Easy as pie

Could you eat a cream pie without your hands? Find out in this annual contest

by Glynis Fediuk
Mom might have told you to use your manners, but you'll be excused at Goldfield Bakery's pie-eating contest. — James Douglas photo

Everyone likes pie—but some people really like pie. These are the kind of people you might see at the annual pie-eating contest at Barkerville Historic Town. It's held by the Goldfield Bakery, and the rules are simple: no hands. Judges are standing by to see who finishes the fastest. Kids are given smaller portions, but adults had best arrive with empty stomachs. There are prizes for first-, second- and third-place finishers, but the emphasis is on having a fun time.

"The bakery portrays the 1930s in Barkerville," said Barbara Cirotto, the owner of Goldfield Bakery. "Pie-eating contests were quite popular back then, so I thought it would be fun to do."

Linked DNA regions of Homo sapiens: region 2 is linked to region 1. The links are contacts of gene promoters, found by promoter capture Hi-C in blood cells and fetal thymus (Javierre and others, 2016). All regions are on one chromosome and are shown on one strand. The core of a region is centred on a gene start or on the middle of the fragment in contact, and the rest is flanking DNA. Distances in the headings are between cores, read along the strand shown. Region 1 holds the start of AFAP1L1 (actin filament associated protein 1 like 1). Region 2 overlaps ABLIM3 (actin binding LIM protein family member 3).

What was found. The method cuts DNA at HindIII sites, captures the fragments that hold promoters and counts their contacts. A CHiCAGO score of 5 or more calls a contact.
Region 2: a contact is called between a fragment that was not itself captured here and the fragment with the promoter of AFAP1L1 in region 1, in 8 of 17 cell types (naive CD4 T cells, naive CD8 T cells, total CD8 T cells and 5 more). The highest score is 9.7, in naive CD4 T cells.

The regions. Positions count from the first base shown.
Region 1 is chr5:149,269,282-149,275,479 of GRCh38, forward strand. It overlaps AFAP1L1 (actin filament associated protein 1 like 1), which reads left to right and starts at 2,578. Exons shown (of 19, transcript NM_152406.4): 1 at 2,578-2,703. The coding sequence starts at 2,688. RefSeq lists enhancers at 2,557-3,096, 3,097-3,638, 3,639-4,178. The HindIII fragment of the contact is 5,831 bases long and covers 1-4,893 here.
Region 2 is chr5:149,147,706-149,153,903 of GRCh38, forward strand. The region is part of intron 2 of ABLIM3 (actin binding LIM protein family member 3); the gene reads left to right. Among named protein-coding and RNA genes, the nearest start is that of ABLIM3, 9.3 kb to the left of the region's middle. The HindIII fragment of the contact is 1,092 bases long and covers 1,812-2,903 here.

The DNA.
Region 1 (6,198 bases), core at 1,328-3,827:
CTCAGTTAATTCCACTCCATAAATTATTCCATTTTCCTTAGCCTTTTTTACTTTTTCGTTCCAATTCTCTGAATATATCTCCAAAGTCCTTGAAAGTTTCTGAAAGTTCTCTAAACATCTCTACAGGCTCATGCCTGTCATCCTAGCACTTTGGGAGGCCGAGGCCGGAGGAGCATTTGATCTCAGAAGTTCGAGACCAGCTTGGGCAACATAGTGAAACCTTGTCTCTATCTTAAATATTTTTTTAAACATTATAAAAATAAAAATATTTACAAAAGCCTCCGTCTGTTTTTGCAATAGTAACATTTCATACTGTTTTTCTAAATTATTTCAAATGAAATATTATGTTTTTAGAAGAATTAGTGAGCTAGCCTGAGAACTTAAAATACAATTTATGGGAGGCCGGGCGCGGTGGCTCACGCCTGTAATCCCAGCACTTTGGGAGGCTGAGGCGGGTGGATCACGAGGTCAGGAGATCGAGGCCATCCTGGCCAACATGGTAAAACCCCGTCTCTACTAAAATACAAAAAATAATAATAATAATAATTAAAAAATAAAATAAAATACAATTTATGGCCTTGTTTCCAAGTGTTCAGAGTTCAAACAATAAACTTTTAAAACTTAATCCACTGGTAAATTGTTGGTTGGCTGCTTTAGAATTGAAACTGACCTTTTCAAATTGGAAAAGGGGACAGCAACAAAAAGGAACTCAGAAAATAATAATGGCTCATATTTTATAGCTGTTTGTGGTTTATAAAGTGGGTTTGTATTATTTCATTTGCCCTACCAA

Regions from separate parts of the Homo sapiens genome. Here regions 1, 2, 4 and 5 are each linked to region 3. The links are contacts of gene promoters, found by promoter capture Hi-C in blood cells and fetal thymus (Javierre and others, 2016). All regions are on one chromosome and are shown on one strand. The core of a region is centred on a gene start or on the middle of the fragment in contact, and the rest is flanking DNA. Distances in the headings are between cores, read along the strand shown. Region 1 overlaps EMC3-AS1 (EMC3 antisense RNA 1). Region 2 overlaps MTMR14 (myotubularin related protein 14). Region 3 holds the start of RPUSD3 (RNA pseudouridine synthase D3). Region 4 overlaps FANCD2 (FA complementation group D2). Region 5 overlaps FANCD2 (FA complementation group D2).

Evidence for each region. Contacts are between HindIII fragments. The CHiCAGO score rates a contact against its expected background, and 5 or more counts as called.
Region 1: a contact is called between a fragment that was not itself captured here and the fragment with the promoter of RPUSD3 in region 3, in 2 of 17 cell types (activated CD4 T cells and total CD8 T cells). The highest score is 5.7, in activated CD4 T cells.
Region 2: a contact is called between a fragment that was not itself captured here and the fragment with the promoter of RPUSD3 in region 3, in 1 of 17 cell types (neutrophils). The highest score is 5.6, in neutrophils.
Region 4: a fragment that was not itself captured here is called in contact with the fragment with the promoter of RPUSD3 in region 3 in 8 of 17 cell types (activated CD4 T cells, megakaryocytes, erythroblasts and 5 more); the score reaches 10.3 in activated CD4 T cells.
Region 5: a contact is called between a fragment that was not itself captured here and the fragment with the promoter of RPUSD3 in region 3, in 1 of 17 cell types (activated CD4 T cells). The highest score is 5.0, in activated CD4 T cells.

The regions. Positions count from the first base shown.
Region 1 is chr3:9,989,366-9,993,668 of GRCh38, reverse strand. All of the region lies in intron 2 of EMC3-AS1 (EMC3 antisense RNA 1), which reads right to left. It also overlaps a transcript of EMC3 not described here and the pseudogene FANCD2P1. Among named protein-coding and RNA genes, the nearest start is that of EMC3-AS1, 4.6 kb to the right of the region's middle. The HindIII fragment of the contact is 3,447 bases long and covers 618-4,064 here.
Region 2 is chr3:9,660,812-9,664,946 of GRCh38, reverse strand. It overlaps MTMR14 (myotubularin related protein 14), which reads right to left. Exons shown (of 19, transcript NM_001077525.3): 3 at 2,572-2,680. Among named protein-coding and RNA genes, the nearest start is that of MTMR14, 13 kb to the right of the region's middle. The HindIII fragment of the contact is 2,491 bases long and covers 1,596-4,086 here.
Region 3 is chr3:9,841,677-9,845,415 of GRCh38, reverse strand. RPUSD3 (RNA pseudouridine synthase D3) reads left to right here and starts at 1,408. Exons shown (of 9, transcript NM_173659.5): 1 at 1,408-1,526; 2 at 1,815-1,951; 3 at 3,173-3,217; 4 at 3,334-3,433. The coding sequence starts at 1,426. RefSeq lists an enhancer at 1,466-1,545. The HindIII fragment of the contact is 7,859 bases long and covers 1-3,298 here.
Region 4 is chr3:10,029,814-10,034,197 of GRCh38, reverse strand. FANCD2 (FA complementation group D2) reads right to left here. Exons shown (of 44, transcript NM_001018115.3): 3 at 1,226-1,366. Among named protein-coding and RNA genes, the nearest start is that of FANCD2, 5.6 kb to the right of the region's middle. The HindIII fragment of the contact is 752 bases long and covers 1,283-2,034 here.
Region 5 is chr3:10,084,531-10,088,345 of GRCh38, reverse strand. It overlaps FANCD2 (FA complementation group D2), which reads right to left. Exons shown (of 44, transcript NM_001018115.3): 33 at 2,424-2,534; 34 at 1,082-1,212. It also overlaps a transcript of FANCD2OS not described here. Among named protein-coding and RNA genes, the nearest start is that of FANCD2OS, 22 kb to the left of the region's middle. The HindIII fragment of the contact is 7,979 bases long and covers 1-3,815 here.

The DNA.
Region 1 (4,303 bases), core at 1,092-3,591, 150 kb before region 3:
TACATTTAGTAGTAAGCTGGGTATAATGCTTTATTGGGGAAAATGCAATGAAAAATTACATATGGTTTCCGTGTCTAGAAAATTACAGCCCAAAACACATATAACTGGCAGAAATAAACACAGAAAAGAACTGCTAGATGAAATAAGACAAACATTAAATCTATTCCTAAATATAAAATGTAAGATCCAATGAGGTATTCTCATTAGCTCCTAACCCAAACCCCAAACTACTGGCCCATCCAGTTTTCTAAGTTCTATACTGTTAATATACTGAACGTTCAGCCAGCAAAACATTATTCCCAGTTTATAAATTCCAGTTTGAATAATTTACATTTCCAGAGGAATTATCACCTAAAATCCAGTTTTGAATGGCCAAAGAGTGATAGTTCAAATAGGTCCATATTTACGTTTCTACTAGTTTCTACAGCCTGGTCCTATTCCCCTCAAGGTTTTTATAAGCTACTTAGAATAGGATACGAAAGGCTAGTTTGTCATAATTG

The pies are generally of the cream variety and large crowds gather to witness contestants getting messy. Cirotto said it's impossible to judge who's going to be the winner, particularly in the kids' categories; the smallest kids might pack away their pie the fastest. The contest is held in conjunction with Williams Creek Sports Day, a fun event with gold rush era athletics and games. And if the egg-and-spoon race competitors work up an appetite, there's an easy solution.

"I usually bake a few extra pies because there’s always some last-minute race people who want to participate," said Cirotto.

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